Ellen Davis has a great essay in a collection entitled The Whirlwind, ed. by Stephen Cook, et al.
She recognizes the textual parallels in the characters of Job and Jacob and specifically notices the description of both men as tam or “blameless”. Davis suggests, following the Targum’s rendering of Gen. 25:27 that this “integrity” is a sort teachability. Specifically, she suggests that it is a kind of obsession with the blessing of God. She traces Jacob’s life from tricking his brother into giving him the birthright, stealing it and deceiving his father, and struggling with his father in-law for the blessing of a wife, he finally comes face to face with God, wrestling with Him and refusing to let go until he receives a blessing.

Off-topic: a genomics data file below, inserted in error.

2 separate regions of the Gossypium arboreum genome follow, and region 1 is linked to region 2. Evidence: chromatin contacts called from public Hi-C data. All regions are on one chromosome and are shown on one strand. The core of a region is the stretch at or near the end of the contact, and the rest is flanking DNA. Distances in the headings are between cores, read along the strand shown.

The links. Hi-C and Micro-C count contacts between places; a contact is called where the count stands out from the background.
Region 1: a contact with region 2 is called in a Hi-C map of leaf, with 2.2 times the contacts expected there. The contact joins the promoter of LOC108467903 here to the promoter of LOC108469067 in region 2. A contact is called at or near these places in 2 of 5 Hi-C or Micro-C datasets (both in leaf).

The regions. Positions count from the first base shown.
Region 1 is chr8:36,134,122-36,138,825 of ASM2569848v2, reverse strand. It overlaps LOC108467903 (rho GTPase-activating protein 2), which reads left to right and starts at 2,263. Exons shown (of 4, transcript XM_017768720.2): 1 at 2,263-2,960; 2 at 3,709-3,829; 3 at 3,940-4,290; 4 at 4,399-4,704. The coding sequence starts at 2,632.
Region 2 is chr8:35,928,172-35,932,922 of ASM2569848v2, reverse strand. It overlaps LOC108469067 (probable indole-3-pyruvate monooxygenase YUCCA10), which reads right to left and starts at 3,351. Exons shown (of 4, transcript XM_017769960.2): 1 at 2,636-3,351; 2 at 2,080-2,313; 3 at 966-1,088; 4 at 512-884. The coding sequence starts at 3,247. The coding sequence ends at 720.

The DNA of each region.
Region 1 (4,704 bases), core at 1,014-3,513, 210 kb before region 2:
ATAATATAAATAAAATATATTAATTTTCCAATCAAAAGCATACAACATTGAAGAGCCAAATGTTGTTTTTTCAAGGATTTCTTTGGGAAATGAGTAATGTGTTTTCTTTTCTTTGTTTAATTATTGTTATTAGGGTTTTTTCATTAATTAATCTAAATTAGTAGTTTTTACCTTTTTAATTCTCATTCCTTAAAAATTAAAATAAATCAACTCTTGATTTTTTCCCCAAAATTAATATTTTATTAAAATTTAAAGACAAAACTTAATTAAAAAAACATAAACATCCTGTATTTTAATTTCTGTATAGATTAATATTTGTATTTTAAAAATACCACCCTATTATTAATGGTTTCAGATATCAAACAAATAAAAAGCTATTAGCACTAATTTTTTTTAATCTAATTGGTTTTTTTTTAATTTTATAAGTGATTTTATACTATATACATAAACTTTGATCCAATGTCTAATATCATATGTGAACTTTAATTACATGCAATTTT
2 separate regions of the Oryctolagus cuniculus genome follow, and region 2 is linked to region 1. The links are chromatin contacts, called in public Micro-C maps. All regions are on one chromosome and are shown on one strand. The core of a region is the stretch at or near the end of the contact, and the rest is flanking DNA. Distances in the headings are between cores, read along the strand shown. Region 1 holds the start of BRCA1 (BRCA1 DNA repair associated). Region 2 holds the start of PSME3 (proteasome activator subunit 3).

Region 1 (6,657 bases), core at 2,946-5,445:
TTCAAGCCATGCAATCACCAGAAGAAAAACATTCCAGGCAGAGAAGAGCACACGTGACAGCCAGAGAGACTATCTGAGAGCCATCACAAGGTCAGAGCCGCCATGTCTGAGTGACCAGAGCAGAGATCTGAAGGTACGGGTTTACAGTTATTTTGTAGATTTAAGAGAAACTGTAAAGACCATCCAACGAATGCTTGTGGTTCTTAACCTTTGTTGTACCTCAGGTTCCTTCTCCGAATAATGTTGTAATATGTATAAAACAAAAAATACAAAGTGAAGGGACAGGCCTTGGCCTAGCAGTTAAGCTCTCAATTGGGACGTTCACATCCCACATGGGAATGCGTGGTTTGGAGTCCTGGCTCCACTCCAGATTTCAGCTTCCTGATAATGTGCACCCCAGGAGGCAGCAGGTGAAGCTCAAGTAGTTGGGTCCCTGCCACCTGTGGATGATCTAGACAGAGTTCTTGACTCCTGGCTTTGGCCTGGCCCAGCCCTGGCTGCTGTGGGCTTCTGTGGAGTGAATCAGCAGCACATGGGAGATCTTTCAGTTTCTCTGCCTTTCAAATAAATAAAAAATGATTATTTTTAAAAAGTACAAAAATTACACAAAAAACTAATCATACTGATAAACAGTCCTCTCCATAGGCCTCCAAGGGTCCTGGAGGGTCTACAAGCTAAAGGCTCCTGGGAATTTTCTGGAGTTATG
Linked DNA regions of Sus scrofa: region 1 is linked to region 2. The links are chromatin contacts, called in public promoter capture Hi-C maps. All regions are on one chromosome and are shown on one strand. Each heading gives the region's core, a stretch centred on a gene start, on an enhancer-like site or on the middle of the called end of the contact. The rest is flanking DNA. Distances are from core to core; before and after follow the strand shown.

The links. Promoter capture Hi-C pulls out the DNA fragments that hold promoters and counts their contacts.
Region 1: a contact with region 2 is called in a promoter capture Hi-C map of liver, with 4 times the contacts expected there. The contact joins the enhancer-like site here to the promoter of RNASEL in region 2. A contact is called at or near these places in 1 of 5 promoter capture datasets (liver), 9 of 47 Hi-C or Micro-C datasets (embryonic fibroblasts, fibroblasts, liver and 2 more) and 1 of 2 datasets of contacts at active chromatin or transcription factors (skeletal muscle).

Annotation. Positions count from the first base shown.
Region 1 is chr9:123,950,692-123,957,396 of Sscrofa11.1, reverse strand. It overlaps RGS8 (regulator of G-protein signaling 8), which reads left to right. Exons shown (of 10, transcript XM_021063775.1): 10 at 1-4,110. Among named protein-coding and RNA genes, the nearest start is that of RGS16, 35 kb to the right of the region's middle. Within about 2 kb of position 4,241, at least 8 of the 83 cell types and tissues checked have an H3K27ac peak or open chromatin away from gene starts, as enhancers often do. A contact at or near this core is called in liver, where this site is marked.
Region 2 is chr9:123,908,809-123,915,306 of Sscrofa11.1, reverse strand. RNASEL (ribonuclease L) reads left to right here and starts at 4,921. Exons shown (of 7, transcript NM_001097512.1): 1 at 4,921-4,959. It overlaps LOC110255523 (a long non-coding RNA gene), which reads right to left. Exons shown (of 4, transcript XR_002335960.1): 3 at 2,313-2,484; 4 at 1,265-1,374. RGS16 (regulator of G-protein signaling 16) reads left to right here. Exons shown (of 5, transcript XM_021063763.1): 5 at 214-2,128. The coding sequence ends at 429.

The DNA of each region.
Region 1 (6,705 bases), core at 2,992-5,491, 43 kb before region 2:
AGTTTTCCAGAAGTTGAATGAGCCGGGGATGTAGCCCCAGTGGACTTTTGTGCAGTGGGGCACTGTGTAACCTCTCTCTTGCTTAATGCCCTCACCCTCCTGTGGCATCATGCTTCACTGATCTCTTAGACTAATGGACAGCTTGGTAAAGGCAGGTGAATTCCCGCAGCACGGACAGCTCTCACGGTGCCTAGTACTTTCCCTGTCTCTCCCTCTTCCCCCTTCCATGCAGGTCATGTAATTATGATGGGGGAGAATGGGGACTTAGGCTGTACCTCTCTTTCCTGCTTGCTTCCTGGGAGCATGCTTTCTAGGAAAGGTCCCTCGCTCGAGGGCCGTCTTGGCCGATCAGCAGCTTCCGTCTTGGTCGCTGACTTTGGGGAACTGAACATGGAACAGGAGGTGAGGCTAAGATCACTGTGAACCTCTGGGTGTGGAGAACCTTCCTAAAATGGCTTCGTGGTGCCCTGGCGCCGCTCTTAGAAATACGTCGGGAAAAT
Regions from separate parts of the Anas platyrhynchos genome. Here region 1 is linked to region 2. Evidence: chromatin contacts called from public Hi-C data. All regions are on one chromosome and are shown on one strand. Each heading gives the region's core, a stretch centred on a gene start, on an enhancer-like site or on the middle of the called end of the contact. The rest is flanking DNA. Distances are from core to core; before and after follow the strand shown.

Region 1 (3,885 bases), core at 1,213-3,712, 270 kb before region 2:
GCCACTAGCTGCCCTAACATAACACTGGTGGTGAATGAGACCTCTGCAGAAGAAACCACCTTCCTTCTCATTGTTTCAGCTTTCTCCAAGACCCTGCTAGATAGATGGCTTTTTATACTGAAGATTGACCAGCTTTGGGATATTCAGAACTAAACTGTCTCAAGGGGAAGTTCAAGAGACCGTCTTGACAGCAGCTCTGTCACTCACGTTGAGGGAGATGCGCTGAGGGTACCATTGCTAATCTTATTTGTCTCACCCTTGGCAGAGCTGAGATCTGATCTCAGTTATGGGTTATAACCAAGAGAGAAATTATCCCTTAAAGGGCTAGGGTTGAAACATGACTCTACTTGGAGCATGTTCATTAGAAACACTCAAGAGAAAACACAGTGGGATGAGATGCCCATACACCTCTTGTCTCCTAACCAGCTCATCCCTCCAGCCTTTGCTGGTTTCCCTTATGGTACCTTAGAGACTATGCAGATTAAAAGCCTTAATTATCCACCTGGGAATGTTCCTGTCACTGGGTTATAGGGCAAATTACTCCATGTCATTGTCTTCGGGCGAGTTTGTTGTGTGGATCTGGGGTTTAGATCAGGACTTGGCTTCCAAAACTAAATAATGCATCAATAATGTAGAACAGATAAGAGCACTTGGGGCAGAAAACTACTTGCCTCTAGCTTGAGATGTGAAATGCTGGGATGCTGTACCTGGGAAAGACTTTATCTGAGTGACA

Davis applies this connection to Job and then based on her dating of the book suggests its applicability to post-exilic Israel, a nation still struggling, wrestling and the author hopes still obsessed with seeking the blessing of their God. Whether the dating is right or not, the application seems right.
On this reading, to be “blameless” is not in the first place a moral designation. It is rather the calling to seek the blessing of God, to search for God Himself, until He is found. Jacob finally sees God face to face, Moses speaks to God face to face like a friend, and Job eventually meets God and sees Him with His eyes.
These brief allusions all point to the ultimate “blameless” One, Jesus Christ, who is likewise obsessed with the blessing of God His Father. And this Jesus ultimately ascends to the Father and pours out the Spirit upon His people, blowing this calling wide open to all of God’s people. All of God’s people are called to be sons, called and re-created with capacities for obsession with the blessing of God.